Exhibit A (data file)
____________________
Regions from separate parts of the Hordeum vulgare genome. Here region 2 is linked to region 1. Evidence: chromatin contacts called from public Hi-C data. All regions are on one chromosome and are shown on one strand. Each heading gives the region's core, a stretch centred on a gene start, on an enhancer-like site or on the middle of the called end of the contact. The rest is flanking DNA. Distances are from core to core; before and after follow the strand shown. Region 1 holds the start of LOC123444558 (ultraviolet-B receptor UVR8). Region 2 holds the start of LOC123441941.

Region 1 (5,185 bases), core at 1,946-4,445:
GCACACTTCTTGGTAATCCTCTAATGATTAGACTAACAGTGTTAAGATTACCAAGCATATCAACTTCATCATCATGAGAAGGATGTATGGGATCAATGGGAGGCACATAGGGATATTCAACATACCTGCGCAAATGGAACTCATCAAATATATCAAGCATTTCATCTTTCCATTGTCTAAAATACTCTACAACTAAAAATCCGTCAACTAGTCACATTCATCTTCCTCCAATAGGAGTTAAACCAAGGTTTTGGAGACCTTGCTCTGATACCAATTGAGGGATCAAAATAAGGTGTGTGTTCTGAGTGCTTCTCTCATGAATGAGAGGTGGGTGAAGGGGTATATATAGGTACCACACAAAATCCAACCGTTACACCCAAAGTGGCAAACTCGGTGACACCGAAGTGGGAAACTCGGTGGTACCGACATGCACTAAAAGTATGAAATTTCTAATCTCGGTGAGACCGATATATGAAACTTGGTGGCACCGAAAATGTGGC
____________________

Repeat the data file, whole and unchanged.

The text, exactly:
Regions from separate parts of the Hordeum vulgare genome. Here region 2 is linked to region 1. Evidence: chromatin contacts called from public Hi-C data. All regions are on one chromosome and are shown on one strand. Each heading gives the region's core, a stretch centred on a gene start, on an enhancer-like site or on the middle of the called end of the contact. The rest is flanking DNA. Distances are from core to core; before and after follow the strand shown. Region 1 holds the start of LOC123444558 (ultraviolet-B receptor UVR8). Region 2 holds the start of LOC123441941.

Region 1 (5,185 bases), core at 1,946-4,445:
GCACACTTCTTGGTAATCCTCTAATGATTAGACTAACAGTGTTAAGATTACCAAGCATATCAACTTCATCATCATGAGAAGGATGTATGGGATCAATGGGAGGCACATAGGGATATTCAACATACCTGCGCAAATGGAACTCATCAAATATATCAAGCATTTCATCTTTCCATTGTCTAAAATACTCTACAACTAAAAATCCGTCAACTAGTCACATTCATCTTCCTCCAATAGGAGTTAAACCAAGGTTTTGGAGACCTTGCTCTGATACCAATTGAGGGATCAAAATAAGGTGTGTGTTCTGAGTGCTTCTCTCATGAATGAGAGGTGGGTGAAGGGGTATATATAGGTACCACACAAAATCCAACCGTTACACCCAAAGTGGCAAACTCGGTGACACCGAAGTGGGAAACTCGGTGGTACCGACATGCACTAAAAGTATGAAATTTCTAATCTCGGTGAGACCGATATATGAAACTTGGTGGCACCGAAAATGTGGC